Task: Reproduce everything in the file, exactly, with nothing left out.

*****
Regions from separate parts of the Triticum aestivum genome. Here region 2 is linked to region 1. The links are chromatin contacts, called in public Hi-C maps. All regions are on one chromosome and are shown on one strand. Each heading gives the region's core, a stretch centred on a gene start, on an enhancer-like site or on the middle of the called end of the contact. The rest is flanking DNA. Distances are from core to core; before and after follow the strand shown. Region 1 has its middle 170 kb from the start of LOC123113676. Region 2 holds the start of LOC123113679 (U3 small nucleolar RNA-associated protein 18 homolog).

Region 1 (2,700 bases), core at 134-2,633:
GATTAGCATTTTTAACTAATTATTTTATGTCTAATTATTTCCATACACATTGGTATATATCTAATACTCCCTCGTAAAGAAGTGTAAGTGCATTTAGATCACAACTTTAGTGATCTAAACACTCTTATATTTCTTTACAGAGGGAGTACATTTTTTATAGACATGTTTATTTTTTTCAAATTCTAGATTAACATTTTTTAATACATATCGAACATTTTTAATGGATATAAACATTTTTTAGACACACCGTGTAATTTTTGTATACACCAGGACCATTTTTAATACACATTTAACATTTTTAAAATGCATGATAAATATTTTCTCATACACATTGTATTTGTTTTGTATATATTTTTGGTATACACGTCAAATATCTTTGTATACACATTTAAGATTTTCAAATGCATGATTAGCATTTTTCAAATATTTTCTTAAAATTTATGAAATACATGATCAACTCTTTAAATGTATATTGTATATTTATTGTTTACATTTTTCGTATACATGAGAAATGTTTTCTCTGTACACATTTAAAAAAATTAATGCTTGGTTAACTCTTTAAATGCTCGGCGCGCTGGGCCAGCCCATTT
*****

Regions from separate parts of the Triticum aestivum genome. Here region 2 is linked to region 1. The links are chromatin contacts, called in public Hi-C maps. All regions are on one chromosome and are shown on one strand. Each heading gives the region's core, a stretch centred on a gene start, on an enhancer-like site or on the middle of the called end of the contact. The rest is flanking DNA. Distances are from core to core; before and after follow the strand shown. Region 1 has its middle 170 kb from the start of LOC123113676. Region 2 holds the start of LOC123113679 (U3 small nucleolar RNA-associated protein 18 homolog).

Region 1 (2,700 bases), core at 134-2,633:
GATTAGCATTTTTAACTAATTATTTTATGTCTAATTATTTCCATACACATTGGTATATATCTAATACTCCCTCGTAAAGAAGTGTAAGTGCATTTAGATCACAACTTTAGTGATCTAAACACTCTTATATTTCTTTACAGAGGGAGTACATTTTTTATAGACATGTTTATTTTTTTCAAATTCTAGATTAACATTTTTTAATACATATCGAACATTTTTAATGGATATAAACATTTTTTAGACACACCGTGTAATTTTTGTATACACCAGGACCATTTTTAATACACATTTAACATTTTTAAAATGCATGATAAATATTTTCTCATACACATTGTATTTGTTTTGTATATATTTTTGGTATACACGTCAAATATCTTTGTATACACATTTAAGATTTTCAAATGCATGATTAGCATTTTTCAAATATTTTCTTAAAATTTATGAAATACATGATCAACTCTTTAAATGTATATTGTATATTTATTGTTTACATTTTTCGTATACATGAGAAATGTTTTCTCTGTACACATTTAAAAAAATTAATGCTTGGTTAACTCTTTAAATGCTCGGCGCGCTGGGCCAGCCCATTT